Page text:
This week the 20 by 30-foot refurbished mural depicting a thousand years of Santa Clara Valley history was reinstalled near Gate 15 inside Terminal A at Mineta San Jose International Airport, completing the challenging and at times uncertain transition of a popular painting that had hung in the main hall of Terminal C since 1977.

The painting by noted California muralist Millard Sheets was a gift to the community in 1976 by the San Jose Mercury and San Jose News, predecessors of the Mercury News, in honor of the 200th anniversary of the founding of San Jose and the 125th anniversary of the establishment of the newspapers.  Millard Sheets spent six months creating the work in his studio in Claremont, CA. It was the last of 120 murals that Sheets had painted.

The mural consists of a series of scenes that pay tribute to the area’s heritage, beginning with native Californians, through Spanish explorers and Mexican rancheros, to the early days of the development of technology leading to Silicon Valley.

The Airport’s recent comprehensive modernization project included the demolition of old Terminal C starting last summer.  Knowing that the mural deserved a special place in the community, the City of San José Public Art Program conducted a thorough investigation with expert art conservators to find realistic and cost-effective ways to preserve the mural.  In its efforts to find answers, the City reached out to the community, historic preservation organizations and the Sheets family.  Initial assessments by consulting art preservationists suggested that it might be nearly impossible to save the mural, or, with cost estimates as high as one million dollars, could be prohibitively expensive to preserve it. So the official recommendation was to document the painting with high-resolution photography and create a detailed facsimile for remounting if the original could not be saved.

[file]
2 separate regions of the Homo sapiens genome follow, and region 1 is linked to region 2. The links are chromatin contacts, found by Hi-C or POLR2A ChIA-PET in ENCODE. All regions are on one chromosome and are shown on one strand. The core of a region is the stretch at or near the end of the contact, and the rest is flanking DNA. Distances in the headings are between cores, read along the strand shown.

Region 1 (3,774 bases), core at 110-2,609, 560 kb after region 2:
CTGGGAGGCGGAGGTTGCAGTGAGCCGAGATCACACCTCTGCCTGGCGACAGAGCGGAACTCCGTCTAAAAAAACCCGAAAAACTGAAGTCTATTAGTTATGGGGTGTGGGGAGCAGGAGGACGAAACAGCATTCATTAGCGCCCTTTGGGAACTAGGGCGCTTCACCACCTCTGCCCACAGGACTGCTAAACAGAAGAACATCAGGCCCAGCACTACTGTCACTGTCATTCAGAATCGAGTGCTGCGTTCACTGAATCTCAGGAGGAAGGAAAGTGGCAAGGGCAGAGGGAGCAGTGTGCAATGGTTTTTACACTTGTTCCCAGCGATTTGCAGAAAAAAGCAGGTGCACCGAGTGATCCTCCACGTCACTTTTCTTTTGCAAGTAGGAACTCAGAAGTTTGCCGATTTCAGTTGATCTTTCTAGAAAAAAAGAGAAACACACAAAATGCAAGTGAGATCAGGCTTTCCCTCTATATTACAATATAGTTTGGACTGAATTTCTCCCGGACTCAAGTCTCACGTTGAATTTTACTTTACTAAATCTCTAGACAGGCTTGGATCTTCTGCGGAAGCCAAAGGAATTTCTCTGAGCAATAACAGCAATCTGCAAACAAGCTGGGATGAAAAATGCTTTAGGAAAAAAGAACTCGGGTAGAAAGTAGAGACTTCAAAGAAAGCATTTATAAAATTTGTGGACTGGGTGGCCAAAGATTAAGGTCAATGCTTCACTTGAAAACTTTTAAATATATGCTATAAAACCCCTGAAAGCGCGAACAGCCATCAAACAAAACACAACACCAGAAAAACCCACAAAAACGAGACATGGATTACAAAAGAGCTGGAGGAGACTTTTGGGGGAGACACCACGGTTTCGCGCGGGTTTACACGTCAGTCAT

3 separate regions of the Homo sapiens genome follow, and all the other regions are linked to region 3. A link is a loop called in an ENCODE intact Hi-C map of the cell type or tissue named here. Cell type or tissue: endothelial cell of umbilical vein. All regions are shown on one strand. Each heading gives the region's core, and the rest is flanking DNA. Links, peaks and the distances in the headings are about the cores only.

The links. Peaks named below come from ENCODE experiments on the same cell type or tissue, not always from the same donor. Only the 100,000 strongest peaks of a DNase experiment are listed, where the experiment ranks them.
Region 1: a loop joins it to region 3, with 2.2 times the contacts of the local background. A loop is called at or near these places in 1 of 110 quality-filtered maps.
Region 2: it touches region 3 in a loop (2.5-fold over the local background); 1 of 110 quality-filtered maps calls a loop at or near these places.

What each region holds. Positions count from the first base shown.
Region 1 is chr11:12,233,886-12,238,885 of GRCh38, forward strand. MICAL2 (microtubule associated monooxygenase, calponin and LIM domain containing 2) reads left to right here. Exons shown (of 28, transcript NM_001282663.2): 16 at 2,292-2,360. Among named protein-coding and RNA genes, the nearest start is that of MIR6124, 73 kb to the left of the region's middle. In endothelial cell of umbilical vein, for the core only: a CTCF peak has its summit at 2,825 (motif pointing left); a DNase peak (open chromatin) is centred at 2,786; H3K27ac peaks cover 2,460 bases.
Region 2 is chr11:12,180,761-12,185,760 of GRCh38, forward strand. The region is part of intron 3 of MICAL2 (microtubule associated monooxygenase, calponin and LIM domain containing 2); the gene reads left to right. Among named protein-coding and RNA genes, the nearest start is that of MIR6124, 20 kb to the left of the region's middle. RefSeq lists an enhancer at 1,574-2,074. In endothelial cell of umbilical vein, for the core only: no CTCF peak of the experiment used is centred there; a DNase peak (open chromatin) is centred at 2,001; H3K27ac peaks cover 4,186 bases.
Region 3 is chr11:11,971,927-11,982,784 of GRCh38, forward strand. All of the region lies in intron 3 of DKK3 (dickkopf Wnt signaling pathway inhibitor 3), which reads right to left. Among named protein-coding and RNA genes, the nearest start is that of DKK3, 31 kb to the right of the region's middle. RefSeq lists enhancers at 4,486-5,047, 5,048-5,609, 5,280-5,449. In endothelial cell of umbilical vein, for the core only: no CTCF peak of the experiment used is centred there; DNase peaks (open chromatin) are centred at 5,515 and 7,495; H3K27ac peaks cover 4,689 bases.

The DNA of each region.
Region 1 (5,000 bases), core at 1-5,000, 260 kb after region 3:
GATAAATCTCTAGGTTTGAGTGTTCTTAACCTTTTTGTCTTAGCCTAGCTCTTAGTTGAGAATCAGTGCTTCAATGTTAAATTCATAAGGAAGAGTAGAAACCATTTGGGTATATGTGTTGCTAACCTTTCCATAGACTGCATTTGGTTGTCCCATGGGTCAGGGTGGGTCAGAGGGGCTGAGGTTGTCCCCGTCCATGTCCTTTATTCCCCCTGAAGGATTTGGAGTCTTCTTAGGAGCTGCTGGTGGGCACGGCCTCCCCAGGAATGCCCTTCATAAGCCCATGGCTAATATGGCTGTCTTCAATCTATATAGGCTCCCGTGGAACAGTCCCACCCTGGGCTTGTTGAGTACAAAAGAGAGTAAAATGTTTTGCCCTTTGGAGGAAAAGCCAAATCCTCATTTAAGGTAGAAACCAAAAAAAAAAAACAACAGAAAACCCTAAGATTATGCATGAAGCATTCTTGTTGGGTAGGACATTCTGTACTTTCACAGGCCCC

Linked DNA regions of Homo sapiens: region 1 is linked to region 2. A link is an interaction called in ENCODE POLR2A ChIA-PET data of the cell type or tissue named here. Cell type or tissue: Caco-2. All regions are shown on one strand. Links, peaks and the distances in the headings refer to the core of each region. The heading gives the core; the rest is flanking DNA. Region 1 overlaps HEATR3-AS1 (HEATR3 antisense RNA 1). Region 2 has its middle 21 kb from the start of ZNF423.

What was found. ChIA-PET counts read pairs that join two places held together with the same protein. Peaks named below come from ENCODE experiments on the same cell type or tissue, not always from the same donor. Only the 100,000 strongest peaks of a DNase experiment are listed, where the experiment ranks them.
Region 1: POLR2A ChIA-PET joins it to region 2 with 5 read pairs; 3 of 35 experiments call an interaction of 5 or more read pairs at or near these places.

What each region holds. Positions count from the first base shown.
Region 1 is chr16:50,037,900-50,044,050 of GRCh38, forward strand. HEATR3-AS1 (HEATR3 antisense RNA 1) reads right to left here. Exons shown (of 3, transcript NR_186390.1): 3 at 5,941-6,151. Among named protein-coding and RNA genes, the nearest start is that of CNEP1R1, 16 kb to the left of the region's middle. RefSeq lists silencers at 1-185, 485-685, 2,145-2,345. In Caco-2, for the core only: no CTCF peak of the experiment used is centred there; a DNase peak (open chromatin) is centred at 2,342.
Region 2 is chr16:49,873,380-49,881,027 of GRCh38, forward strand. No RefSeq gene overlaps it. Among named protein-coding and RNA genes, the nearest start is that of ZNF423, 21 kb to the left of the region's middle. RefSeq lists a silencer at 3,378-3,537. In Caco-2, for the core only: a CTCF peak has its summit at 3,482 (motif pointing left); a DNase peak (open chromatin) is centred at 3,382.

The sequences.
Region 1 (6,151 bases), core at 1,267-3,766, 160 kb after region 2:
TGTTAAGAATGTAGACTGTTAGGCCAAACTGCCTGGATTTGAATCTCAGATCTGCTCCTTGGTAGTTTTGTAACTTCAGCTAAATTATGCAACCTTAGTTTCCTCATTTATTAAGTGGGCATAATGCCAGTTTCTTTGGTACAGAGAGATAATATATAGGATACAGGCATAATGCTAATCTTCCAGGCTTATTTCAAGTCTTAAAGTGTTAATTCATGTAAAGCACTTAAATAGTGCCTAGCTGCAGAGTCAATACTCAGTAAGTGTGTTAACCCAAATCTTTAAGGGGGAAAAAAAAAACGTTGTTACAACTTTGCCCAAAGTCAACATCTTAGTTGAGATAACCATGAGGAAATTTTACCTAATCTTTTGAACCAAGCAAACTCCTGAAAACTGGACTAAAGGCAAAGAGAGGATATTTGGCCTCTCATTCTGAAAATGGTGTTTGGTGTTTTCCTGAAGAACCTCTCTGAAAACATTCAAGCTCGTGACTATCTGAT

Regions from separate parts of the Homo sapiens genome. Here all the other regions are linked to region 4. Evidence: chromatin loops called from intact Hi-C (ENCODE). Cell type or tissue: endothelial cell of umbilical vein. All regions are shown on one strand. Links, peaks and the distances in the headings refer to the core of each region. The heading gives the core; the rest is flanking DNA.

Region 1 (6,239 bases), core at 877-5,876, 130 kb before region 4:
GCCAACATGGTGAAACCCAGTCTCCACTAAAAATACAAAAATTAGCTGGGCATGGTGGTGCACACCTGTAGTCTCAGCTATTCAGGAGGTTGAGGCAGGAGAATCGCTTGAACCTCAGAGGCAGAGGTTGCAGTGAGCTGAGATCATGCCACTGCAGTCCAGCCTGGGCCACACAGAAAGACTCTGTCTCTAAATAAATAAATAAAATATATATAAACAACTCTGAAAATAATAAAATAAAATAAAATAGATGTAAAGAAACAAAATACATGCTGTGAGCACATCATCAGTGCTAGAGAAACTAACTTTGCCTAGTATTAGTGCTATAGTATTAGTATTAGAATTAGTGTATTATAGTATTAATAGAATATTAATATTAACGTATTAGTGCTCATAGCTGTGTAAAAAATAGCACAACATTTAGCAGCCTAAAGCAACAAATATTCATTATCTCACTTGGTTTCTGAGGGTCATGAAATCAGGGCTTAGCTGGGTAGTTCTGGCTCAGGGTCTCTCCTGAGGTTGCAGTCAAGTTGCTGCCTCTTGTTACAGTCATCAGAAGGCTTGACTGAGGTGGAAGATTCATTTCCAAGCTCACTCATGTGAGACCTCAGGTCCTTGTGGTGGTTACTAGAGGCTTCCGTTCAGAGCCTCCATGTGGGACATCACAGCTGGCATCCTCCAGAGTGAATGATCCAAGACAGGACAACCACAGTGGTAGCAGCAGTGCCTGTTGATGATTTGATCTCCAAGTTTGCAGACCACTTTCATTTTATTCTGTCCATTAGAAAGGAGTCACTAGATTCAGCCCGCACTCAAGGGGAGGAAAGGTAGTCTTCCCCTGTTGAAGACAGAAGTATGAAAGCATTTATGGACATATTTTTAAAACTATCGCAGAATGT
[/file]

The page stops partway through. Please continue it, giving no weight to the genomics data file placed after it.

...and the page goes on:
Tony Sheets completing mural restoration.

Then Tony Sheets, the son of Millard Sheets and an artist himself, drew from his previous experience in saving five of his father’s other murals from destruction. Under Sheet’s direction, a crew of workers from Hensel Phelps Construction Co., the airport’s project contractor, successfully removed the mural from the Terminal C with minimal damage. They began slowly and gently peeling the mural from the wall, rolling two large strips of the canvas on to plastic and copper pipes scavenged from the now deserted terminal.  Five painstaking hours later, with additional workers joining the effort, the mural was removed from the wall, largely intact without damage. Over the past several months, Hensel Phelps workers have painstakingly removed wallboard and glue from the back of the mural, preparing it for restoration and installation in a new location inside the airport.

Workers carefully unroll mural onto wall during reinstallation.

Earlier this week the artwork was installed in its new location in Terminal A. Tony Sheets removed decades of grime from the mural and finished restorative touch ups and repair of minor damage and with that, an epic preservation effort is complete so that Millard Sheets gift will continued to be enjoyed for years to come.

MILLARD SHEETS
Painter, muralist, water colorist, and architectural designer, Millard Sheets was born in Pomona, California in 1907.  He was active in the local Public Works of Art Project, the first New Deal art program in 1933, and he became one of fifteen artists chosen nationally to paint murals in the Department of the Interior in Washington, D.C. in the 1940s. He headed the art departments of Scripps College and Claremont Graduate School for more than 20 years until 1955. For 27 years beginning in 1952, Sheets also designed the buildings, murals, and mosaics for offices of Home Savings and Loan throughout California. Millard Sheets died at the age of 81 in 1989.

2nd Artists-in-Residence Team to Present  Climate Clock Proposal: Two Showings